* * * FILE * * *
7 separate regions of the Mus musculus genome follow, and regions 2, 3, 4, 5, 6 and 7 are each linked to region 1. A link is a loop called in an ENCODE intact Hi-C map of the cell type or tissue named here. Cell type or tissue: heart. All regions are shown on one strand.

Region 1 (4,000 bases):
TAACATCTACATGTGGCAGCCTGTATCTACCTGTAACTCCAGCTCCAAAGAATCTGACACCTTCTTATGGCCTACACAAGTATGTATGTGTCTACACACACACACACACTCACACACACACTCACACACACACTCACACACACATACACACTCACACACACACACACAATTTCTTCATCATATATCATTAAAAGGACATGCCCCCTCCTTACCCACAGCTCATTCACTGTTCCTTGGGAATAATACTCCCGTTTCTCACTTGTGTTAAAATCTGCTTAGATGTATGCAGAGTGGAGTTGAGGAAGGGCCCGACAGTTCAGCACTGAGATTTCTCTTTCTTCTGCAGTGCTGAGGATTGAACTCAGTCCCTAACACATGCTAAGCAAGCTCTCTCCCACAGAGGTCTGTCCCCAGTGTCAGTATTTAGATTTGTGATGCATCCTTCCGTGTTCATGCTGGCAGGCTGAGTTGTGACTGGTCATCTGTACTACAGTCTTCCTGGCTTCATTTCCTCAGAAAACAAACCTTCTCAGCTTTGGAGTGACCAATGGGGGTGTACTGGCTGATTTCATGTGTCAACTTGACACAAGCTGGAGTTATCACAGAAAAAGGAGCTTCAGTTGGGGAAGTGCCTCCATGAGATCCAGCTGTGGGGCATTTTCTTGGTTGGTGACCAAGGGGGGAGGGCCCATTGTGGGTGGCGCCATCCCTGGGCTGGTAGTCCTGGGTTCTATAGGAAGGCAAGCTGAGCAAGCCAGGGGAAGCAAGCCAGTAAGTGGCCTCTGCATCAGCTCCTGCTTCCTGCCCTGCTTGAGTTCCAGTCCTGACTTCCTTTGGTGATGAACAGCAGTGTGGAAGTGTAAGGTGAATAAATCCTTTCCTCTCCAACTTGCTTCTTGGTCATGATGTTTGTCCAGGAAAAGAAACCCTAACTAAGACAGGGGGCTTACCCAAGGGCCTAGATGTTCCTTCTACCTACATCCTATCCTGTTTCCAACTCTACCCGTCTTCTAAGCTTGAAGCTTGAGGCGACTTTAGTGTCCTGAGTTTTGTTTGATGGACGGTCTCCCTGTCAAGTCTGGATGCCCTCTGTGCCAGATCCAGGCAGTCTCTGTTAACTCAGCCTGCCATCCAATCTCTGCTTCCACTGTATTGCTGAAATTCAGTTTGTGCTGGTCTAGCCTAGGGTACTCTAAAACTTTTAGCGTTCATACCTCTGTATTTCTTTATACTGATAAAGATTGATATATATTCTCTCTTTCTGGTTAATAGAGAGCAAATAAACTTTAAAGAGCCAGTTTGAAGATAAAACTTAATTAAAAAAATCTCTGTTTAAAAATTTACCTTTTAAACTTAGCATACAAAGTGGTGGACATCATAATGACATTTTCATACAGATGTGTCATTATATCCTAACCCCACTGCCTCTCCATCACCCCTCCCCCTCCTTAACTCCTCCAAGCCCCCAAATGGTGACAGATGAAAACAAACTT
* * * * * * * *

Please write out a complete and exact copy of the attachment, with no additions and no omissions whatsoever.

7 separate regions of the Mus musculus genome follow, and regions 2, 3, 4, 5, 6 and 7 are each linked to region 1. A link is a loop called in an ENCODE intact Hi-C map of the cell type or tissue named here. Cell type or tissue: heart. All regions are shown on one strand.

Region 1 (4,000 bases):
TAACATCTACATGTGGCAGCCTGTATCTACCTGTAACTCCAGCTCCAAAGAATCTGACACCTTCTTATGGCCTACACAAGTATGTATGTGTCTACACACACACACACACTCACACACACACTCACACACACACTCACACACACATACACACTCACACACACACACACAATTTCTTCATCATATATCATTAAAAGGACATGCCCCCTCCTTACCCACAGCTCATTCACTGTTCCTTGGGAATAATACTCCCGTTTCTCACTTGTGTTAAAATCTGCTTAGATGTATGCAGAGTGGAGTTGAGGAAGGGCCCGACAGTTCAGCACTGAGATTTCTCTTTCTTCTGCAGTGCTGAGGATTGAACTCAGTCCCTAACACATGCTAAGCAAGCTCTCTCCCACAGAGGTCTGTCCCCAGTGTCAGTATTTAGATTTGTGATGCATCCTTCCGTGTTCATGCTGGCAGGCTGAGTTGTGACTGGTCATCTGTACTACAGTCTTCCTGGCTTCATTTCCTCAGAAAACAAACCTTCTCAGCTTTGGAGTGACCAATGGGGGTGTACTGGCTGATTTCATGTGTCAACTTGACACAAGCTGGAGTTATCACAGAAAAAGGAGCTTCAGTTGGGGAAGTGCCTCCATGAGATCCAGCTGTGGGGCATTTTCTTGGTTGGTGACCAAGGGGGGAGGGCCCATTGTGGGTGGCGCCATCCCTGGGCTGGTAGTCCTGGGTTCTATAGGAAGGCAAGCTGAGCAAGCCAGGGGAAGCAAGCCAGTAAGTGGCCTCTGCATCAGCTCCTGCTTCCTGCCCTGCTTGAGTTCCAGTCCTGACTTCCTTTGGTGATGAACAGCAGTGTGGAAGTGTAAGGTGAATAAATCCTTTCCTCTCCAACTTGCTTCTTGGTCATGATGTTTGTCCAGGAAAAGAAACCCTAACTAAGACAGGGGGCTTACCCAAGGGCCTAGATGTTCCTTCTACCTACATCCTATCCTGTTTCCAACTCTACCCGTCTTCTAAGCTTGAAGCTTGAGGCGACTTTAGTGTCCTGAGTTTTGTTTGATGGACGGTCTCCCTGTCAAGTCTGGATGCCCTCTGTGCCAGATCCAGGCAGTCTCTGTTAACTCAGCCTGCCATCCAATCTCTGCTTCCACTGTATTGCTGAAATTCAGTTTGTGCTGGTCTAGCCTAGGGTACTCTAAAACTTTTAGCGTTCATACCTCTGTATTTCTTTATACTGATAAAGATTGATATATATTCTCTCTTTCTGGTTAATAGAGAGCAAATAAACTTTAAAGAGCCAGTTTGAAGATAAAACTTAATTAAAAAAATCTCTGTTTAAAAATTTACCTTTTAAACTTAGCATACAAAGTGGTGGACATCATAATGACATTTTCATACAGATGTGTCATTATATCCTAACCCCACTGCCTCTCCATCACCCCTCCCCCTCCTTAACTCCTCCAAGCCCCCAAATGGTGACAGATGAAAACAAACTT